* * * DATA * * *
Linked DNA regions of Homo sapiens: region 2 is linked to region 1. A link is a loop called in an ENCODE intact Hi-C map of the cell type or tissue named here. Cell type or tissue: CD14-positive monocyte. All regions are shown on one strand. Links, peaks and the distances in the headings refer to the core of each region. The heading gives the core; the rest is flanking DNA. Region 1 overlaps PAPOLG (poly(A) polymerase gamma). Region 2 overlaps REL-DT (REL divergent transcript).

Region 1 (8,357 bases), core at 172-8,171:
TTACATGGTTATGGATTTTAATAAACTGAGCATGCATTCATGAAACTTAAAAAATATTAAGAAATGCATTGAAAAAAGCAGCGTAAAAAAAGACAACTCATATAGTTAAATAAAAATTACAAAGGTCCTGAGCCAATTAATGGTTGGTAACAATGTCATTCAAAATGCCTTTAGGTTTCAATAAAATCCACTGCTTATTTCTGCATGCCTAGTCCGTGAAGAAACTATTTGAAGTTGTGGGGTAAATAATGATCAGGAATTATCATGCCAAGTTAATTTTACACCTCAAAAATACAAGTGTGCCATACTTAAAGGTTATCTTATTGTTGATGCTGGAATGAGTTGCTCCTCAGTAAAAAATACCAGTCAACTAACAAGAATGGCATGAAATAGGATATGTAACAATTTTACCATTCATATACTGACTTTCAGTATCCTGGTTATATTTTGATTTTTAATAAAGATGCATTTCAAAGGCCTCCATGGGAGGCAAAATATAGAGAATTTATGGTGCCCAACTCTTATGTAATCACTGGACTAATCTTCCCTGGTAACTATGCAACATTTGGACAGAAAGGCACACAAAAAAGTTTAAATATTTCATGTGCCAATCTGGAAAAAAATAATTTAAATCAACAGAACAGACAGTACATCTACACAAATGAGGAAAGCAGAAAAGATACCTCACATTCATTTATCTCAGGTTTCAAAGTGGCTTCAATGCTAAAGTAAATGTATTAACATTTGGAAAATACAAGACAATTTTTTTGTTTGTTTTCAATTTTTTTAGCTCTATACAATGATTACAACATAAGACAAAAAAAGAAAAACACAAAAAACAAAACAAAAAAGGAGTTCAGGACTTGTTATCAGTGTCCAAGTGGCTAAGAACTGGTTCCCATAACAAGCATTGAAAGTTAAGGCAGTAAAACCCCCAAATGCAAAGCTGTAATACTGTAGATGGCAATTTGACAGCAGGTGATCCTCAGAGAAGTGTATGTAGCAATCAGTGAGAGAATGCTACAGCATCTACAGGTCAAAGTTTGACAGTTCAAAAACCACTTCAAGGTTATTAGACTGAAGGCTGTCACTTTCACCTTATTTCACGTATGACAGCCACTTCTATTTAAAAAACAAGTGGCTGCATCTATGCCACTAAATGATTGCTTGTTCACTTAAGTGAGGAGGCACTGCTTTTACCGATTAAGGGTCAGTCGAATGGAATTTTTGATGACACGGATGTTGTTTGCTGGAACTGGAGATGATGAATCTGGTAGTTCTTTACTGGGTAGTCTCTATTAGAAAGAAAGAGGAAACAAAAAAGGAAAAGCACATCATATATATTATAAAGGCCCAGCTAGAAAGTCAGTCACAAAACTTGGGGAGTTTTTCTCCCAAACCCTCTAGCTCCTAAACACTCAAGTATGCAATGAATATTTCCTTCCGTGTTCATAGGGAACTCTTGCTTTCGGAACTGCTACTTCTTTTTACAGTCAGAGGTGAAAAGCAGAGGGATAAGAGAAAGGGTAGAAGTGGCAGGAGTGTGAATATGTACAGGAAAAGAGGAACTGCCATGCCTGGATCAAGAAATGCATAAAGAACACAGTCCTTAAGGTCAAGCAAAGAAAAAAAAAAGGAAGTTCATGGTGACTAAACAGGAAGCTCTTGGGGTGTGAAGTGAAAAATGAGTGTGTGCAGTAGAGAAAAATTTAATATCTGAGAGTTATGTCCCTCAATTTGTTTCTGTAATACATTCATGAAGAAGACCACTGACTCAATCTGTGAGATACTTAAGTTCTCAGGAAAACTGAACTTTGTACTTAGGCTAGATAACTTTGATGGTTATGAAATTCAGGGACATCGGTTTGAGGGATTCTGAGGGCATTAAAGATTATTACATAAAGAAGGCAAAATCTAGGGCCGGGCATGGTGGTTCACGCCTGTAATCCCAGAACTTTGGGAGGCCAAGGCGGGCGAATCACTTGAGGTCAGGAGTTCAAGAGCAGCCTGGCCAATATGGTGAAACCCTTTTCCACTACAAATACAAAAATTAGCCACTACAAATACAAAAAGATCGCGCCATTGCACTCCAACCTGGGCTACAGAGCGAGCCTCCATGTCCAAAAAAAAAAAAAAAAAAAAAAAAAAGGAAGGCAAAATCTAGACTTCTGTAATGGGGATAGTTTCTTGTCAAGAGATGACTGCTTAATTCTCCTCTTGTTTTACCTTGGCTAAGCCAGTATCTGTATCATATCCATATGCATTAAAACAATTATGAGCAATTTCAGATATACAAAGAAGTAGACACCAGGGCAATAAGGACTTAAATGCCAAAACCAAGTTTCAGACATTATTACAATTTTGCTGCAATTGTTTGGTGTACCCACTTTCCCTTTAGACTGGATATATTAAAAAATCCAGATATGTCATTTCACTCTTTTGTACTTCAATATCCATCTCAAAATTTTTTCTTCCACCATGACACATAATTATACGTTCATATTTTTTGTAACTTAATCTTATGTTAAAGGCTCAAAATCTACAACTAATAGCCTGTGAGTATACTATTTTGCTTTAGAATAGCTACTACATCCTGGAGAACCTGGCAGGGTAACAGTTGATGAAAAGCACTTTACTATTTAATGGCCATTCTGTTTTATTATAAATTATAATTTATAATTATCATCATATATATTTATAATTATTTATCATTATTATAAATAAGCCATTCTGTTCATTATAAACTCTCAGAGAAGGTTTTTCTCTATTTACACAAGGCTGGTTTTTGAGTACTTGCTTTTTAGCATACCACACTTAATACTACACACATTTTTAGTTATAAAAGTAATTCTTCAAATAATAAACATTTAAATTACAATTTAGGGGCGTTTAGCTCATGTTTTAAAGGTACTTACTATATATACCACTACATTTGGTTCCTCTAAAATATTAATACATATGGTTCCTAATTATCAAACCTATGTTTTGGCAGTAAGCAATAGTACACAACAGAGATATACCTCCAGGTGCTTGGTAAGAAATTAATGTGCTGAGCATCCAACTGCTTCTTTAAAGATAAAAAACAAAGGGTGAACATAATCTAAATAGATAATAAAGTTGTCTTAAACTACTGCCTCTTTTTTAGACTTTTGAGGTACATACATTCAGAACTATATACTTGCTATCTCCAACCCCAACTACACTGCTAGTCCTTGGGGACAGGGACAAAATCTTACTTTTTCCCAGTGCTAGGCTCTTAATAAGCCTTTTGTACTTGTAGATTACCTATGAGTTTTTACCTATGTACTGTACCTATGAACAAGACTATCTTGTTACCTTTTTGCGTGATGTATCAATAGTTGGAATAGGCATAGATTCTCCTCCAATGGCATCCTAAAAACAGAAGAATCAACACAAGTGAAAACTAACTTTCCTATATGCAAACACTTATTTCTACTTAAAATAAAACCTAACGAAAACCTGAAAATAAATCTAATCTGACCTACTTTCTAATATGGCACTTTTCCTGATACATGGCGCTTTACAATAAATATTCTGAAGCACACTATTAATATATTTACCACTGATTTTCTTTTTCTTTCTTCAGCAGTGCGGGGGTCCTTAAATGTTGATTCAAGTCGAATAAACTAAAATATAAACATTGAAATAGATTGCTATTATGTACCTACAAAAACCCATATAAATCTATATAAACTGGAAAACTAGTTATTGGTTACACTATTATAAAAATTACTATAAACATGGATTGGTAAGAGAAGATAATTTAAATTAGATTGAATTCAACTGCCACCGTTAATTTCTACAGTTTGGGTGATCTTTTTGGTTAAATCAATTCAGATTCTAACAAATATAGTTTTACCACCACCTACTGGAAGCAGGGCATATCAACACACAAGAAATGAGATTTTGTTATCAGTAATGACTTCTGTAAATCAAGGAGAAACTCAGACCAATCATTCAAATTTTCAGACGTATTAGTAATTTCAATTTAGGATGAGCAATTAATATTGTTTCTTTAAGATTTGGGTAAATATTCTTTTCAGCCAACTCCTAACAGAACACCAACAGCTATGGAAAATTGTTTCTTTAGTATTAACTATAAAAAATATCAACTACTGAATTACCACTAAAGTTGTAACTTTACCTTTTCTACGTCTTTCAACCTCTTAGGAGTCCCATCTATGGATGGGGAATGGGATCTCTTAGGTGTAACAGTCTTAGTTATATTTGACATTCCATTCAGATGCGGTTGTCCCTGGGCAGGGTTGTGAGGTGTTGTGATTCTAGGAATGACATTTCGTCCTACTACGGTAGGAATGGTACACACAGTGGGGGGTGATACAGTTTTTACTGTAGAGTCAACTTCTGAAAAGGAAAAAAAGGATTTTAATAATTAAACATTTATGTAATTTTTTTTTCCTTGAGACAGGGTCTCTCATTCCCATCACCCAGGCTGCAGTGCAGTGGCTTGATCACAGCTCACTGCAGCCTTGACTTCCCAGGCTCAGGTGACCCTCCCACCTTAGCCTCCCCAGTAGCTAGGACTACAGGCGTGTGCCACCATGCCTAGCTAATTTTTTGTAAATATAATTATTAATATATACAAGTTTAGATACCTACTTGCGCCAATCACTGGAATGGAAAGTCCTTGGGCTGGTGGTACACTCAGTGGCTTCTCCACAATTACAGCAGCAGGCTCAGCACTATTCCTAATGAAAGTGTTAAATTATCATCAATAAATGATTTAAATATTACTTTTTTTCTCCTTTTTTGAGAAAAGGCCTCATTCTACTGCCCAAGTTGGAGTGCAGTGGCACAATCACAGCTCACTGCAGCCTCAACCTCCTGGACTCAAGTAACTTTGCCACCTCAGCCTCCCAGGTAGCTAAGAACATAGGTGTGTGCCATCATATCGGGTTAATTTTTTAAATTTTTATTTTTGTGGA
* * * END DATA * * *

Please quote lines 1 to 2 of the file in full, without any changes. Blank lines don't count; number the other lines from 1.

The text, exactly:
Linked DNA regions of Homo sapiens: region 2 is linked to region 1. A link is a loop called in an ENCODE intact Hi-C map of the cell type or tissue named here. Cell type or tissue: CD14-positive monocyte. All regions are shown on one strand. Links, peaks and the distances in the headings refer to the core of each region. The heading gives the core; the rest is flanking DNA. Region 1 overlaps PAPOLG (poly(A) polymerase gamma). Region 2 overlaps REL-DT (REL divergent transcript).

Region 1 (8,357 bases), core at 172-8,171: